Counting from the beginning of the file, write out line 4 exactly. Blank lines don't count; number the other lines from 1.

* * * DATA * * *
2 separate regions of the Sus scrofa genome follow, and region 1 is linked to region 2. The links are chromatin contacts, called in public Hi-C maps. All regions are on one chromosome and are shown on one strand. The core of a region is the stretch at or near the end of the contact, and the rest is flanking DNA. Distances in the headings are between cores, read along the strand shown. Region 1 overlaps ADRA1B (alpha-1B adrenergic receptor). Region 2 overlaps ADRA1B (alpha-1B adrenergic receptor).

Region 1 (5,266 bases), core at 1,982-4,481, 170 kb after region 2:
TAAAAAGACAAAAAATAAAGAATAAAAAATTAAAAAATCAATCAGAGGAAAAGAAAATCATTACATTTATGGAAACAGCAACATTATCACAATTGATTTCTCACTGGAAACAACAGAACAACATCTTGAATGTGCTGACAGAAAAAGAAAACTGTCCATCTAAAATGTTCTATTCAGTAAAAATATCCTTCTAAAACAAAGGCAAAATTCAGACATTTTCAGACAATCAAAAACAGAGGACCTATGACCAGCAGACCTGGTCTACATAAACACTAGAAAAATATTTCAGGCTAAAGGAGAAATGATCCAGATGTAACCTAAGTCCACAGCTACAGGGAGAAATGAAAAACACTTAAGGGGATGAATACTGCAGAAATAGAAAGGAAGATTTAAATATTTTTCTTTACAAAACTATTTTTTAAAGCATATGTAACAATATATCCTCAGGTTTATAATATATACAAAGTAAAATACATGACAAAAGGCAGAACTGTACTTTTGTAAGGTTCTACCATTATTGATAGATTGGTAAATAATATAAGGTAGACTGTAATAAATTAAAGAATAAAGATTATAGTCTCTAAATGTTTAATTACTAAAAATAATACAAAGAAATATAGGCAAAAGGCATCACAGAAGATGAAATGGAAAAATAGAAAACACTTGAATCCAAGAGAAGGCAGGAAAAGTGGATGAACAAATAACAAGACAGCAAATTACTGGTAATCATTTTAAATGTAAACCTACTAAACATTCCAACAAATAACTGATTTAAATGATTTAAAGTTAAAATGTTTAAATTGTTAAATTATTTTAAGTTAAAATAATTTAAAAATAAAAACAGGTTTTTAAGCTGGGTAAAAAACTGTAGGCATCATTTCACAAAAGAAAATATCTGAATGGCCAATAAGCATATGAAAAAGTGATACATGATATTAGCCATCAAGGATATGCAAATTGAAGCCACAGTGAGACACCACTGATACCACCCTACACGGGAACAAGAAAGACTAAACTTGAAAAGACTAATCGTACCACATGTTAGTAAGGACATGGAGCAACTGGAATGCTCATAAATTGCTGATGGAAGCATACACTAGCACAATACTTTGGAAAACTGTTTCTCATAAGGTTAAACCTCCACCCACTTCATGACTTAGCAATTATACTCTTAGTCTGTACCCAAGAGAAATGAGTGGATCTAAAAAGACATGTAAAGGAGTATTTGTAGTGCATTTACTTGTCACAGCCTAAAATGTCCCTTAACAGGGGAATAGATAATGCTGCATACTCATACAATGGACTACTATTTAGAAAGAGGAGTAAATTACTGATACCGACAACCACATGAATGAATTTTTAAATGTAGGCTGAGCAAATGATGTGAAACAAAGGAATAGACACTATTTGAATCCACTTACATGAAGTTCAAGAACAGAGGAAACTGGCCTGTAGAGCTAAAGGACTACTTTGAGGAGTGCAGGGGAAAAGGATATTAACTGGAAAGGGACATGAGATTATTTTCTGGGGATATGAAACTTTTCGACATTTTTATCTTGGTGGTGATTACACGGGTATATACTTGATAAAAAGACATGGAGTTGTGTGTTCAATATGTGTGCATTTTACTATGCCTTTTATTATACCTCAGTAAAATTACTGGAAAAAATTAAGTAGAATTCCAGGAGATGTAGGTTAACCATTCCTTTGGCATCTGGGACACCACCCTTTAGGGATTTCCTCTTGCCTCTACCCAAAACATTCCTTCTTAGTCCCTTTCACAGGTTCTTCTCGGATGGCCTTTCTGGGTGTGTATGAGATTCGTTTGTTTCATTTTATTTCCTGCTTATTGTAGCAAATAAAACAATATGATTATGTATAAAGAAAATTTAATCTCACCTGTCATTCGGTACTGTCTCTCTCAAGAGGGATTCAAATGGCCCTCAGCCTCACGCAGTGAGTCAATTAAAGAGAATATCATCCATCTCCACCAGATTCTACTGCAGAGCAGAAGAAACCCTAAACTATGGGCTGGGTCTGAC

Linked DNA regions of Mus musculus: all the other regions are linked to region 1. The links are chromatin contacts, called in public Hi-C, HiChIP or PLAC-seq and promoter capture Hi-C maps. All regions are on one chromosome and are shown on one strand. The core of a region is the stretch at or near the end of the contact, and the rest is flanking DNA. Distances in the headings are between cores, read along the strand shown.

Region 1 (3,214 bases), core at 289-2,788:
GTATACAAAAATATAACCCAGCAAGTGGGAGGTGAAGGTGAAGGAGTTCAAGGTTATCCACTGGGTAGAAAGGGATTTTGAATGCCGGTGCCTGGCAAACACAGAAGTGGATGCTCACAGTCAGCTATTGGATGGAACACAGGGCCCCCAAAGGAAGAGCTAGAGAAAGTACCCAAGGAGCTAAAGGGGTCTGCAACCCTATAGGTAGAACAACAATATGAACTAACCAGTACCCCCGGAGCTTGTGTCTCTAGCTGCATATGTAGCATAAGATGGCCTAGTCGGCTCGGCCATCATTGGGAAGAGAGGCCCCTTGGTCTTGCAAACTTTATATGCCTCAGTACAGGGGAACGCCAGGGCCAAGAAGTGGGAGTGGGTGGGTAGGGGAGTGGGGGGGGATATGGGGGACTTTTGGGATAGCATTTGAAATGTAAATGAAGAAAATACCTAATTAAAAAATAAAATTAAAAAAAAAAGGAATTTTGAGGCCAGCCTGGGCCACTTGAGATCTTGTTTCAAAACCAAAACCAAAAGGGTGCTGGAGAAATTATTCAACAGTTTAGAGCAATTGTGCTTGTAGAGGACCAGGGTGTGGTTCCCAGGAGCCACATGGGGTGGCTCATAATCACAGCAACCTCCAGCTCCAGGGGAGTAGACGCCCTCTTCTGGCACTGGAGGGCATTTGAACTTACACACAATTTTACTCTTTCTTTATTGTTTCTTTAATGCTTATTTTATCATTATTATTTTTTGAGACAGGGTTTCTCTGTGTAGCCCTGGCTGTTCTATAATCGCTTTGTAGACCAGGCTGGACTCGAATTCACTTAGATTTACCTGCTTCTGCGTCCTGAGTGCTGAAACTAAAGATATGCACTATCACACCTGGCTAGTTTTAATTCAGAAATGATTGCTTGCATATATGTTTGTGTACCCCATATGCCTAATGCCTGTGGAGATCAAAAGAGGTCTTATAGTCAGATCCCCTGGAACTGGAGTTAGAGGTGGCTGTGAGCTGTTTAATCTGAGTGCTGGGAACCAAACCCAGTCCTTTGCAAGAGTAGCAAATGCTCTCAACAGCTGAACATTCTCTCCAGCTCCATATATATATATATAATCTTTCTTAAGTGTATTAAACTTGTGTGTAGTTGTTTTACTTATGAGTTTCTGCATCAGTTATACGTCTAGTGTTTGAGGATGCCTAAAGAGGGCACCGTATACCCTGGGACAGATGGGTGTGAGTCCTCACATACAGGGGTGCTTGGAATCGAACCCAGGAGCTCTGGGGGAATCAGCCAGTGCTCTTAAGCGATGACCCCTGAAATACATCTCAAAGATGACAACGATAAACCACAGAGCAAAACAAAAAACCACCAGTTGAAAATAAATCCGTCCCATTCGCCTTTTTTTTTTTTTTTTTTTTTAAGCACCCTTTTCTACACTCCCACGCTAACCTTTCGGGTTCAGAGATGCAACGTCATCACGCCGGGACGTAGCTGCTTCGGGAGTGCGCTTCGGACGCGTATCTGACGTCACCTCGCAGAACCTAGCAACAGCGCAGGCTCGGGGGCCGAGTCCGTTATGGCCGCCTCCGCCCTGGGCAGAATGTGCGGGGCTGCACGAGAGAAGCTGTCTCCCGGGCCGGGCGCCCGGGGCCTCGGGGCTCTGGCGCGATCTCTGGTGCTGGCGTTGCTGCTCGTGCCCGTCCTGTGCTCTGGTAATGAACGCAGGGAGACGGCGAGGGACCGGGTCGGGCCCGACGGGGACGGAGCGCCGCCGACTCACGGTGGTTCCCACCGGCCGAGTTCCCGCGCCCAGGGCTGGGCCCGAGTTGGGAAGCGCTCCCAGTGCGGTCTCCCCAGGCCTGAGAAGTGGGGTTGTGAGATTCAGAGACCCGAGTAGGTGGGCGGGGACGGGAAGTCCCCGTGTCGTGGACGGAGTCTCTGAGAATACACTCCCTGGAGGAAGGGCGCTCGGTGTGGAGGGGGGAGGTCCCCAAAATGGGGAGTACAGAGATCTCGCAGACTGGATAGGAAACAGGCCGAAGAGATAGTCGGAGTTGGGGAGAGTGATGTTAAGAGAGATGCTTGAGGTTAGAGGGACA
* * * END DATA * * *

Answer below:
Linked DNA regions of Mus musculus: all the other regions are linked to region 1. The links are chromatin contacts, called in public Hi-C, HiChIP or PLAC-seq and promoter capture Hi-C maps. All regions are on one chromosome and are shown on one strand. The core of a region is the stretch at or near the end of the contact, and the rest is flanking DNA. Distances in the headings are between cores, read along the strand shown.